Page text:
Back from the Future

Fans of Marty and Doc beware; the similar title should not make you think that this has any link to the classic sci-fi movies. This is an original piece by Toby Mitchell, focusing on a time traveller Dominic Mitchell (played by Toby Mitchell) who has travelled from 2042 to rescue his father Toby Mitchell who disappeared almost 29 years ago. It all gets a bit complicated.

Toby plays Dominic in a very charming way. He turns up at his father’s show only to find him absent and consequently is forced to confide about his time traveller escapades to the audience. We are supposed to help Dominic work out exactly why his father disappeared, using the script he has left behind which is handily provided by the techie at the back.

It is a good and intriguing concept, presented by one very convincing actor. He is willing to interact with the young audience, encouraging them to ask questions about the future which even involves dealing with such philosophical enquiries from the young crowd as ‘What is the future?’ However, it is difficult for one actor who has been deliberately left without any props or appropriate music (we are told that his dad has them) to really enthuse a group of seven year olds with a plot this low on substance. A lot of the show merely feels like padding and is even worse when he starts to work through his father’s script: it starts with a quiz about the history of time-travel – a sample question deals with HG Wells’ first names – and, unsurprisingly, the children neither know nor much care about the answers.

The whole show feels intended for a very different audience than this. There is a bizarre political plotline which focuses on a parable with the Iraq War, hardly a pop culture reference for the under ten age group and yet not recent enough to be interesting for the adults. The eventual ending is very rushed and anticlimactic. Everything is resolved way too easily and the previous emphasis on time paradoxes and catastrophes in other time travelling tales is ignored in favour of winding up everything neatly. Overall, a good idea and a good actor but he could take a tip from his subject matter and work on his timing.

Since you’re here…

… we have a small favour to ask. We don't want your money to support a hack's bar bill at Abattoir, but if you have a pound or two spare, we really encourage you to support a good cause. If this review has either helped you discover a gem or avoid a turkey, consider doing some good that will really make a difference.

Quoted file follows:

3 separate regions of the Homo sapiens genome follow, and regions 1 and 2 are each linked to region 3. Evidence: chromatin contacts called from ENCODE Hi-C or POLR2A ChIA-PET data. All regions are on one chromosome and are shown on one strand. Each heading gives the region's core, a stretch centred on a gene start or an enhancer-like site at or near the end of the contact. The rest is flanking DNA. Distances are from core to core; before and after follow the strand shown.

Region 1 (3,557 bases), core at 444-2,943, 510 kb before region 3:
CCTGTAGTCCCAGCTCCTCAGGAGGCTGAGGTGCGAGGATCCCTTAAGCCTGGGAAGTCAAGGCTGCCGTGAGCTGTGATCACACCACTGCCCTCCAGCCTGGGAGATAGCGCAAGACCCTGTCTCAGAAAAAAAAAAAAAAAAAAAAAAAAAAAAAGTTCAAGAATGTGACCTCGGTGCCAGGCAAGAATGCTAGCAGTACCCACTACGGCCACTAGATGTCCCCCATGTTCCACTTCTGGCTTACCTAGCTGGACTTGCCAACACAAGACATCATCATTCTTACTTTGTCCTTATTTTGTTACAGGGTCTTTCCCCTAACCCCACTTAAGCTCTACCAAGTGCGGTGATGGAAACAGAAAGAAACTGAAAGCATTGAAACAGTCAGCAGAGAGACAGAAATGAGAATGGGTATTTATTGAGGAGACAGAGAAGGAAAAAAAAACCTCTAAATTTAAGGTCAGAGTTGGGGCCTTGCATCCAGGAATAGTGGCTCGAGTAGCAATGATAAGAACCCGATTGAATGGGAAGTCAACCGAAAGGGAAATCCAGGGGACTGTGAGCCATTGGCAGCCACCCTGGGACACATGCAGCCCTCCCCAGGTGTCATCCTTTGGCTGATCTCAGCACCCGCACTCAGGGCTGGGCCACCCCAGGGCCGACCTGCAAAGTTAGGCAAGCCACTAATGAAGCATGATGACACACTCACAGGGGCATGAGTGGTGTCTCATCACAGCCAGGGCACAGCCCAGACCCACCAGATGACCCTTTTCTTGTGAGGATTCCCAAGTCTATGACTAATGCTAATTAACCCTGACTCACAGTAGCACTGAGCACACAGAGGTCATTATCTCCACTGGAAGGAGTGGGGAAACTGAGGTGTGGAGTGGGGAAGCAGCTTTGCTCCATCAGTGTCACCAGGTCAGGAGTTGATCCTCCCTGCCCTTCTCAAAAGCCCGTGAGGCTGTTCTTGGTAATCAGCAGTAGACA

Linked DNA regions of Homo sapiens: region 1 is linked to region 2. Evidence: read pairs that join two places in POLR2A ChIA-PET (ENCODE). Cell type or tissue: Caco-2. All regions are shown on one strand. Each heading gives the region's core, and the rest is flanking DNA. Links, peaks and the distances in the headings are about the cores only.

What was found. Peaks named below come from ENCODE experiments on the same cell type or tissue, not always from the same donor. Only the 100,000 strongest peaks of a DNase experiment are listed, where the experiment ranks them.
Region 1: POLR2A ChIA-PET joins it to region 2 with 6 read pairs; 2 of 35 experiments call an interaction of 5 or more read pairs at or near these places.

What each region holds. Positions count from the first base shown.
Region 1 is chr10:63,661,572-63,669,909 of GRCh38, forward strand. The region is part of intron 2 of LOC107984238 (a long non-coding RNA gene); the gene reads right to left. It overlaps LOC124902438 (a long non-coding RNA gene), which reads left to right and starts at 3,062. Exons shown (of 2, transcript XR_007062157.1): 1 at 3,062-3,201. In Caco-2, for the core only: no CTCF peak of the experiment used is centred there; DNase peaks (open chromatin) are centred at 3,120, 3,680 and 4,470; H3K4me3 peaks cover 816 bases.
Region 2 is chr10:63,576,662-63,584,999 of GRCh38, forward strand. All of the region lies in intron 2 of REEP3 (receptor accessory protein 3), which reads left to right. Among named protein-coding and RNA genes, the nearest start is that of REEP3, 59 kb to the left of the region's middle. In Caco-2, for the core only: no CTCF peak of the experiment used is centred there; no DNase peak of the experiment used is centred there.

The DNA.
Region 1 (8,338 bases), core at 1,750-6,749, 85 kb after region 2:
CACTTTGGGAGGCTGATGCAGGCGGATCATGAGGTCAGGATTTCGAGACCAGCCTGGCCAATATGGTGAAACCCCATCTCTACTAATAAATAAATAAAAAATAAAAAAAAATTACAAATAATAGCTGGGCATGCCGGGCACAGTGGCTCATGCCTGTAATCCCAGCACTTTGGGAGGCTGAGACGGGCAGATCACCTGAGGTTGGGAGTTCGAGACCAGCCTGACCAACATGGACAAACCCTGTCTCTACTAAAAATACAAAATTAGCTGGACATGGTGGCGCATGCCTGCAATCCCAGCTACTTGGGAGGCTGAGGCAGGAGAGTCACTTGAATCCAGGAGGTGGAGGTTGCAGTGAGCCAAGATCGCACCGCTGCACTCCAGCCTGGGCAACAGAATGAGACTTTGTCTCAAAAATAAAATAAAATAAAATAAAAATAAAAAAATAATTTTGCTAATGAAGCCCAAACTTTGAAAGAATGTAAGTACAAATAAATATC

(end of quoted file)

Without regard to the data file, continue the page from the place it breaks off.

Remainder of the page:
You can donate to the charity of your choice, but if you're looking for inspiration, there are three charities we really like.

Mama Biashara
Kate Copstick’s charity, Mama Biashara, works with the poorest and most marginalised people in Kenya. They give grants to set up small, sustainable businesses that bring financial independence and security. That five quid you spend on a large glass of House White? They can save someone’s life with that. And the money for a pair of Air Jordans? Will take four women and their fifteen children away from a man who is raping them and into a new life with a moneymaking business for Mum and happiness for the kids.
Donate to Mama Biashara now

Theatre MAD
The Make A Difference Trust fights HIV & AIDS one stage at a time. Their UK and International grant-making strategy is based on five criteria that raise awareness, educate, and provide care and support for the most vulnerable in society. A host of fundraising events, including Bucket Collections, Late Night Cabarets, West End Eurovision, West End Bares and A West End Christmas continue to raise funds for projects both in the UK and Sub-Saharan Africa.
Donate to Theatre MAD now

Acting For Others
Acting for Others provides financial and emotional support to all theatre workers in times of need through the 14 member charities. During the COVID-19 crisis Acting for Others have raised over £600,000 to support theatre workers affected by the pandemic.
Donate to Acting For Others now

Performances

The Blurb

A time traveller from 2042 has come to Edinburgh on a mission. He needs your help to change the future... From the creator of sell-out success Monsters Got Talent (‘a standout show’ **** BroadwayBaby.com 2012). www.tobymitchell.com

Most Popular See More

The Play That Goes Wrong

From £24.00

More Info

Find Tickets

Tina - The Tina Turner Musical

From £13.00

More Info

Find Tickets

Pretty Woman: The Musical

From £18.00

More Info

Find Tickets

Hairspray

From £21.00

More Info

Find Tickets

Mamma Mia!

From £18.00

More Info

Find Tickets

The Lion King

From £45.00

More Info

Find Tickets